This isn't the first time I've brought up the subject of driver rotation. If you read AUTOSPORT magazine you may have seen I was on about it again after the Australian Grand Prix. I didn't have enough words to expand on it there, so here goes...
In Oz I was delighted to see Brawn/Button at the front and Hamilton/McLaren coming from the back. Not because I've anything against either Lewis or McLaren but because it was a perfect illustration of everything that's wrong with F1. From zero to hero and hero to zero respectively, so inevitably and inescapably, all down to the car. The fact that it has ever been thus does not make it right. High time we did something about it.
The drivers' parade at Sepang © LAT
F1 has the biggest global reach of any sport barring the Olympics and football world cup. The drivers are international stars. Head through almost any airport and you find cardboard F1 drivers selling whisky or the latest sports chronograph. Just like Tiger Woods, Roger Federer or Rafa Nadal.
The difference is, we all know that the others are the class of their respective sports. In Formula 1, we don't. We think that Senna, Schumacher, Alonso, Hamilton, etc, are the best, but that's not good enough. We need to know.
Woods has won 14 majors, second only to Jack Nicklaus. In 2008 he effectively won the US Open on one leg with a duff cruciate ligament and banked $110 million in prize money and endorsements. He has already tied Nicklaus in heading the money list for eight separate seasons and, no doubt about it, he's golf's greatest star and the highest earner in world sport because of it.
Until very recently, ditto Federer in tennis, although Nadal, Andy Murray and the summer arrival of a child might yet prevent Roger overhauling Pete Sampras and his record 12 grand slam singles titles.
Hamilton is right there with them as a money-earning endorsement machine, which is why his father was so desperately upset when the 'liar' headlines sprang up all over the world - not good for business, that. Could end up kicking them in the Reeboks. There are also people in the pitlane who will tell you they could have screwed a much better deal out of McLaren than the Hamiltons managed.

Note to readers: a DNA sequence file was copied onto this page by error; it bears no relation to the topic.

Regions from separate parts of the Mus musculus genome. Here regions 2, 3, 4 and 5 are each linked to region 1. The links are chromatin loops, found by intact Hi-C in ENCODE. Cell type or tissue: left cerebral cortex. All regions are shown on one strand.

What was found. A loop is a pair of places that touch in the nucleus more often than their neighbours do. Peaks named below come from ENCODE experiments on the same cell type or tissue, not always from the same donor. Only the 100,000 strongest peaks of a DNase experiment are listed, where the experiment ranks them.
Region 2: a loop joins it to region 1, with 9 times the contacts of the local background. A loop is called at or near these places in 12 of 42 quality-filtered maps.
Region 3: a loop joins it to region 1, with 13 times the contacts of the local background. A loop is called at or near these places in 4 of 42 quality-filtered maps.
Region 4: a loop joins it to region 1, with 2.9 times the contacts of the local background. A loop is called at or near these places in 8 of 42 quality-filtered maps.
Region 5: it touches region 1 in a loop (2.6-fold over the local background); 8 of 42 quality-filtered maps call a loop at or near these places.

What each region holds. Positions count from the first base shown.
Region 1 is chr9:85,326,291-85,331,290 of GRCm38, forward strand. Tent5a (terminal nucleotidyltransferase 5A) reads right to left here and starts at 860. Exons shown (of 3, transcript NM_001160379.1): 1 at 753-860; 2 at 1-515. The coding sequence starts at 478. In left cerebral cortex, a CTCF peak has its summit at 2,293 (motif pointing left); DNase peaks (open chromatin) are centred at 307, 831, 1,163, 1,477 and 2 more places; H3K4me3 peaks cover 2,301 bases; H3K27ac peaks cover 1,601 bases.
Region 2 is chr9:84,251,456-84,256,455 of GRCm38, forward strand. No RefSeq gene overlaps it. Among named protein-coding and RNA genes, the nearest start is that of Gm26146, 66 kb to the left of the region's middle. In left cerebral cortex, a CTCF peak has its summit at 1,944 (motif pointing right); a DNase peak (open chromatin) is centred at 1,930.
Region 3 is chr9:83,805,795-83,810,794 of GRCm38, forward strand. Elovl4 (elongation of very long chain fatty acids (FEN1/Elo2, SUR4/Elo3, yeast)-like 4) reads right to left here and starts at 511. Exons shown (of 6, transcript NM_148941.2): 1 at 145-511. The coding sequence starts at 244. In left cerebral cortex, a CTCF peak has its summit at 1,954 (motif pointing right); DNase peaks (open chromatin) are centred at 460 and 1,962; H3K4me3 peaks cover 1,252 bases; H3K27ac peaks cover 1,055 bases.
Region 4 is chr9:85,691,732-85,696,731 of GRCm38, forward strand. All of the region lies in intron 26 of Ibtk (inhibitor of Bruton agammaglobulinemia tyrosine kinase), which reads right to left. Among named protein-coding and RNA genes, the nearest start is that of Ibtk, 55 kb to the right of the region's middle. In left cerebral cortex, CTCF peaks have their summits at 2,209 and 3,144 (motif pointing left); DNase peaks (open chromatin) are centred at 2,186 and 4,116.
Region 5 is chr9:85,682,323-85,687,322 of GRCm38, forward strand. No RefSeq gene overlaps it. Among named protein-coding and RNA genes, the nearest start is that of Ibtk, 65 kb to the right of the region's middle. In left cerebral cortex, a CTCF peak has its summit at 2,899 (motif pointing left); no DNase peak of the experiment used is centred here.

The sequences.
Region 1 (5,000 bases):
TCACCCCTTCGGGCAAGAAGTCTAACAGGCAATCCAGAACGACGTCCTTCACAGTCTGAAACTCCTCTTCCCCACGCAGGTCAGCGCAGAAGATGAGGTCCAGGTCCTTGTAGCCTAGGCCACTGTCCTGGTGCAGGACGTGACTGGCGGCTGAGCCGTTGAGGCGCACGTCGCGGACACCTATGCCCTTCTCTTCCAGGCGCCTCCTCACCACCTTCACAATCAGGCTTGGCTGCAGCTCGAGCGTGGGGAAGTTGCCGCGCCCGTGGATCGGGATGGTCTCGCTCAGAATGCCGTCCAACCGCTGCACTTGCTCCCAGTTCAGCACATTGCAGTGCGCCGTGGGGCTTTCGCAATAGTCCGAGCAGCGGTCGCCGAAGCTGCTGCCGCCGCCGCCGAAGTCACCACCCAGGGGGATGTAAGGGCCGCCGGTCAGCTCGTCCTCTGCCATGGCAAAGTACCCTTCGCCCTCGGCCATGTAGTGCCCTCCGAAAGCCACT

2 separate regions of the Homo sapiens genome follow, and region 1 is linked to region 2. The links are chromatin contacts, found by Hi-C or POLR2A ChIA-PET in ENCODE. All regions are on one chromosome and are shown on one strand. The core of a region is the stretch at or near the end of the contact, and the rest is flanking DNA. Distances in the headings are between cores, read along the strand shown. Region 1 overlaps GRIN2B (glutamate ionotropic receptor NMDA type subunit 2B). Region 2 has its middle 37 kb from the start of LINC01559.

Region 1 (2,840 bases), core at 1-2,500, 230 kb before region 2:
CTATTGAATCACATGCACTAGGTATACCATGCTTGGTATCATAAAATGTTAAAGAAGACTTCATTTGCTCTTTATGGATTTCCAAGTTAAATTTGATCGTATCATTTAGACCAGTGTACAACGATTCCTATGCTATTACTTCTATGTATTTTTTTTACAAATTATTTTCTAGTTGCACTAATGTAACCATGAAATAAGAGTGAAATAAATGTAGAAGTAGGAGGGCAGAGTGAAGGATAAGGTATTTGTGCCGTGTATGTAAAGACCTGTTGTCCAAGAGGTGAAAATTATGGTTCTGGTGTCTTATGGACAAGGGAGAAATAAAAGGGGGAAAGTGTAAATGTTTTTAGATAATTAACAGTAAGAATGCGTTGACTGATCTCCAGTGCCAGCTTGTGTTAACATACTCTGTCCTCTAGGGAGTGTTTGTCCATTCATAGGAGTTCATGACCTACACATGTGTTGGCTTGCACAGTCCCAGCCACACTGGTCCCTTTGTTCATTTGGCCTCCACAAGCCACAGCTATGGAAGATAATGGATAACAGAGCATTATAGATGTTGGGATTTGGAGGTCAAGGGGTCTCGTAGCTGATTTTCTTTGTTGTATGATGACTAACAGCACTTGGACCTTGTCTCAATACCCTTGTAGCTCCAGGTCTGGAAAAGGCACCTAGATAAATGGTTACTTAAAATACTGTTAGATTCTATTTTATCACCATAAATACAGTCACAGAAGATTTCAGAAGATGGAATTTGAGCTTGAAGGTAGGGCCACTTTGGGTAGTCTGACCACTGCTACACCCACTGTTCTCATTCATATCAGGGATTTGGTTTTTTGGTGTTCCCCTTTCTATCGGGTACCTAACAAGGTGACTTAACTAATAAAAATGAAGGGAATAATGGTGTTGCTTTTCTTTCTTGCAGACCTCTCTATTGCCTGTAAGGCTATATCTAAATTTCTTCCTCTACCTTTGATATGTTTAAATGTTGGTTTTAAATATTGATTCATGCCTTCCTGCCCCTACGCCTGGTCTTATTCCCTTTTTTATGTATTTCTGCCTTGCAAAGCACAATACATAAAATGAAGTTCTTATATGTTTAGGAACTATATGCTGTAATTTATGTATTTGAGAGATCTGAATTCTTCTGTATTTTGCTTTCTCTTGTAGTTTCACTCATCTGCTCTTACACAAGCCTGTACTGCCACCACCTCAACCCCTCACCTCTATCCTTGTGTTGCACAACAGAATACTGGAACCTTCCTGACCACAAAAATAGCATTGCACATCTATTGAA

Those two situations, allied to a slow car, mean that perhaps you shouldn't be too hasty in dismissing suggestions that they will look to pin the blame - damage limitation - and head off to pastures new. You'd suspect though, that currently Ferrari would be the only team positioned to pay Lewis properly - and they're slow right now, too.
With budget caps purportedly on the horizon, where stands the future of the mega-buck salaried driver? Obviously they'll drive for those teams that eschew budget cuts, won't they? But will they? What happens when the FIA tweaks it so that it's the budget cap teams that do the winning?
The whole situation is up in the air and so fraught with imponderables that you don't quite know which way it's all going to go. Even if the eventual budget cap is in the £50-75 million range, you still don't want to be paying Senna/Schumacher/Raikkonen money. So what will happen? Will you end up with a bunch of racing drivers with shareholdings in teams in lieu of hard cash, as some have suggested? Unlikely. Most team principals would sooner chop off their arms.